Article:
3. Whole wheat flour is usually malted.  Water encourages enzyme activity/sugar formation. High sugar doughs almost always burn at high temps.  In a malted, elevated hydration dough baked at a high temp, the window between properly leoparded and burnt is minuscule. One second it's perfect, the next, burnt/stuck on. If you want to use malted flour and avoid burning/sticking, then you'll need to back off the water and/or the fermentation time and/or the heat.

4. Evaporation makes for crispy crusts.  The faster the bake, the less water evaporation, the softer the crust. The slower the bake, the more water evaporation, the crisper the crust.  The same dough that crisps up in 7+ minutes of baking will not crisp up in 3-4 minutes. In fact, it's very difficult, to get crispness with quick bake times. <2 min. Neapolitan pizzas are never crispy and 3-4 min. NY style pizzas are rarely crispy. Neapolitan is puffy and soft and NY is puffy chewy.  Both are floppy. Coal oven/Neo-NY pies can be a bit crispy, but the crispy areas are usually confined to the areas with big voids.

The more water in the dough, the greater the tendency for softness in the final product. If crispy is your goal, you need to dial the water back- way back.  60-65% hydration- max.

Offline scott123

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Re: Season steel plate?
« Reply #5 on: May 19, 2011, 11:40:01 AM »
Not a seasonong issue in my opinion.  Your non crisp pie perfectly mirrors my results with a steel plate.  Floppy unpizzalike crusts.  I think steel is a bit too efficient with energy transfer.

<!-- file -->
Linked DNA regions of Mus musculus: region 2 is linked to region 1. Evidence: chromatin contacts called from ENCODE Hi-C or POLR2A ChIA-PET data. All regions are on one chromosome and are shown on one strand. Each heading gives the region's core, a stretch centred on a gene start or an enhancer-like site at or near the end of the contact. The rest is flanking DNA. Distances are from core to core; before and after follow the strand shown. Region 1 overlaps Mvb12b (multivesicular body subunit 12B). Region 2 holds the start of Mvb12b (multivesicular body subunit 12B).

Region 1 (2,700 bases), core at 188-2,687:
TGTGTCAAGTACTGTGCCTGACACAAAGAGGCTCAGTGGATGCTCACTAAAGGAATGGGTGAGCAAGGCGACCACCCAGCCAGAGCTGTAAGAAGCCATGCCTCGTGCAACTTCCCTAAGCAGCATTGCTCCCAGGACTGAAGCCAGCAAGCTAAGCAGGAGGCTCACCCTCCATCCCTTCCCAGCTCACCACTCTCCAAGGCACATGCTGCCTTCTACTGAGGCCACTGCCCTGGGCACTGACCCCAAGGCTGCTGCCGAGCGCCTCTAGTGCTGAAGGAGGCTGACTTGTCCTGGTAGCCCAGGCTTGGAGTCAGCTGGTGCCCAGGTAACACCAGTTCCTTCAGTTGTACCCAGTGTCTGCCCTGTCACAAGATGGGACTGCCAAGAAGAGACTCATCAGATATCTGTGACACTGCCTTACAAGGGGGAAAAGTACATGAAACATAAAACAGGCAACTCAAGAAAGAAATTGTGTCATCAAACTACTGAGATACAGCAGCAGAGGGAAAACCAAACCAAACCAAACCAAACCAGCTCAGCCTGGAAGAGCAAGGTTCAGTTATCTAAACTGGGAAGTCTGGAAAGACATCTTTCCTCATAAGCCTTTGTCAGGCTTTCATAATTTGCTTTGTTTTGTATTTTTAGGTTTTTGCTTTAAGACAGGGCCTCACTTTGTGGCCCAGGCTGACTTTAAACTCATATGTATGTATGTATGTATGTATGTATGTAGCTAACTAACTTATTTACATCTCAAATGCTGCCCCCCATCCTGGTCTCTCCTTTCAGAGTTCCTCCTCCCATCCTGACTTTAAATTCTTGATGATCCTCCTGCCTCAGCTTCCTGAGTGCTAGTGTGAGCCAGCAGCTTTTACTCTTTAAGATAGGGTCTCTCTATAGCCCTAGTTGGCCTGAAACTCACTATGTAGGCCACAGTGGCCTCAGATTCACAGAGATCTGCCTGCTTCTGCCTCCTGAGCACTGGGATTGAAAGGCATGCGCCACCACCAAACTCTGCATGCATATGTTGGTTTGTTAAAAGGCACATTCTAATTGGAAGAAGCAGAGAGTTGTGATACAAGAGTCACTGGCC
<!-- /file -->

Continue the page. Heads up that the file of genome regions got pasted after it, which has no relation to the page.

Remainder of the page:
As I mentioned above, the faster the bake, the less water evaporation, the softer/floppier the crust.  It's not the energy efficiency, but the bake time that dictates floppiness. Conductive materials will produce identical results at lower temps.  A 4 minute pizza baked at, say, 600 on cordierite will be perfectly identical to a 4 minute pizza baked at 500 on steel.

Offline scott123

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Re: Season steel plate?
« Reply #6 on: May 19, 2011, 11:43:52 AM »
The stones absorb a lot of the moisture in the dough and leave a nice crisp bottom.

No, they don't.  The idea that baking stones absorb moisture is a myth.  Cordierite is the most commonly used pizza stone material and it absorbs almost no water.  Also, at the temps pizza is baked at, water in the dough doesn't stay in it's liquid state long enough to be absorbed by the stone.

If you're achieving a crisp bottom, it's not the material, but an extended, evaporation friendly baking time.

Offline communist

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Re: Season steel plate?
« Reply #7 on: May 19, 2011, 08:46:36 PM »
Barry, baking 3 pies every week for family and friends on 1/2 inch steel at 530 with broiler on for first 40 seconds of a 4 minute bake.  Have baked about 40 pies and they are great.  Agree with everything Scott123 says.   Mark

Offline ponzu

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Re: Season steel plate?
« Reply #8 on: May 19, 2011, 09:35:58 PM »
As I mentioned above, the faster the bake, the less water evaporation, the softer/floppier the crust.  It's not the energy efficiency, but the bake time that dictates floppiness. Conductive materials will produce identical results at lower temps.  A 4 minute pizza baked at, say, 600 on cordierite will be perfectly identical to a 4 minute pizza baked at 500 on steel.